The city of Phoenix has awarded contracts valued at $255 million to Bombardier Transportation for the design, supply, operation, and maintenance of an INOVIA automated people mover (APM) at Sky Harbor International Airport.
The state of Wisconsin will purchase two 14-car train sets from Las Rozas, Spain-based Patentes Talgo SA to replace current equipment used in Amtrak’s Hiawatha Service between Milwaukee and Chicago. The agreement includes an option to buy two more trains if the state gets federal stimulus money to extend rail service from Milwaukee to Madison, the state capital.
Light rail riders throughout Portland’s TriMet system last weekend began boarding the agency’s new Type 4 cars, built by SiemensTransportation Systems, Inc., as the agency put the first of 22 Type 4s into revenue service.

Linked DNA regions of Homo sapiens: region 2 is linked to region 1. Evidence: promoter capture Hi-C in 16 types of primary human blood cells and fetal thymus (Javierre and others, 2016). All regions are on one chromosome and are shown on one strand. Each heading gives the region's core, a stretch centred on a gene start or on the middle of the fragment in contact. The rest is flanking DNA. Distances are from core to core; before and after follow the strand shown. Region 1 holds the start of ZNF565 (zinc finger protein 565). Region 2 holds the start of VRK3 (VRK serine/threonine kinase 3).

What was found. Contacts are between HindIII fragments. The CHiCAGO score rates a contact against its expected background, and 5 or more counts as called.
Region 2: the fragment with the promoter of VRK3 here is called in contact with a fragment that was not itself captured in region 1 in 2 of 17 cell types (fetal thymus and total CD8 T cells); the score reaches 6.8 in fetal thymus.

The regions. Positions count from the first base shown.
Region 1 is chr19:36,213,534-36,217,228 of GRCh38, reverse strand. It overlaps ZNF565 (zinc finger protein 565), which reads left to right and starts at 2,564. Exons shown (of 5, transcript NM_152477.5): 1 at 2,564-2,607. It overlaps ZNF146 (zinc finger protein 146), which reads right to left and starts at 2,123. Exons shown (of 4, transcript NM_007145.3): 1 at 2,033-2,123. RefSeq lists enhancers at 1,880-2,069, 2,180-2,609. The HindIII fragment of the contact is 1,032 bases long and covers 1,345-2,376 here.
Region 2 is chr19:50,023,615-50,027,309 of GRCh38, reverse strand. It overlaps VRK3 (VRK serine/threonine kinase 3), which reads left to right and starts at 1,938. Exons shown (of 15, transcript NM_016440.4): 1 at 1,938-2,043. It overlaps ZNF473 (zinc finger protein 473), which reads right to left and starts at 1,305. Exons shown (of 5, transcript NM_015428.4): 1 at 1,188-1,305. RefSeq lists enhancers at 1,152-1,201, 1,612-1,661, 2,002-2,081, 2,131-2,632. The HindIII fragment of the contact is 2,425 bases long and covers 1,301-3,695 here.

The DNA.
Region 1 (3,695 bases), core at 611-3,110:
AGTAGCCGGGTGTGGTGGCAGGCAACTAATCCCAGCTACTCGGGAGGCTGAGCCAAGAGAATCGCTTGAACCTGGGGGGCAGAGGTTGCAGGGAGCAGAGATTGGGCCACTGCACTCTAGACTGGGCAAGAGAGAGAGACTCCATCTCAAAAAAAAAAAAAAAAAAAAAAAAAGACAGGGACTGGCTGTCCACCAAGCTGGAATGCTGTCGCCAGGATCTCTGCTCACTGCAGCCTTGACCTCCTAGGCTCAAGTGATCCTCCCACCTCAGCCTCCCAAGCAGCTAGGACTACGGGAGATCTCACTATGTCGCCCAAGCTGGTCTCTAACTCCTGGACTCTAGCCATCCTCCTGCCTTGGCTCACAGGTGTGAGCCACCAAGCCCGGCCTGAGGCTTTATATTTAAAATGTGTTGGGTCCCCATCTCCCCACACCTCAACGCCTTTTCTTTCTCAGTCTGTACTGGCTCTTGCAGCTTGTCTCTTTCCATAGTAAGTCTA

Five Amtrak routes have been added to Google Transit, Google's public transportation trip planning function, for trip planning, Amtrak and Google have announced. The routes include: Empire Service (New York-Albany-Buffalo-Niagara Falls, N.Y.); Ethan Allen Express (New York-Albany-Rutland, Vt.); Hiawatha Service trains (Chicago - Milwaukee); Pacific Surfliner Service (San Diego-Los Angeles-Santa Barbara-San Luis Obispo, Calif.); and San Joaquin service (Oakland-Sacramento-Fresno-Bakersfield, Calif.).
Fort Lauderdale, Fla., officials, racing to comply with a September 15 deadline set by the U.S. Department of Transportation, are scheduled to vote Tuesday on a motion to seek federal stimulus funding for the city’s $124.3 million, 2.7-mile light rail project.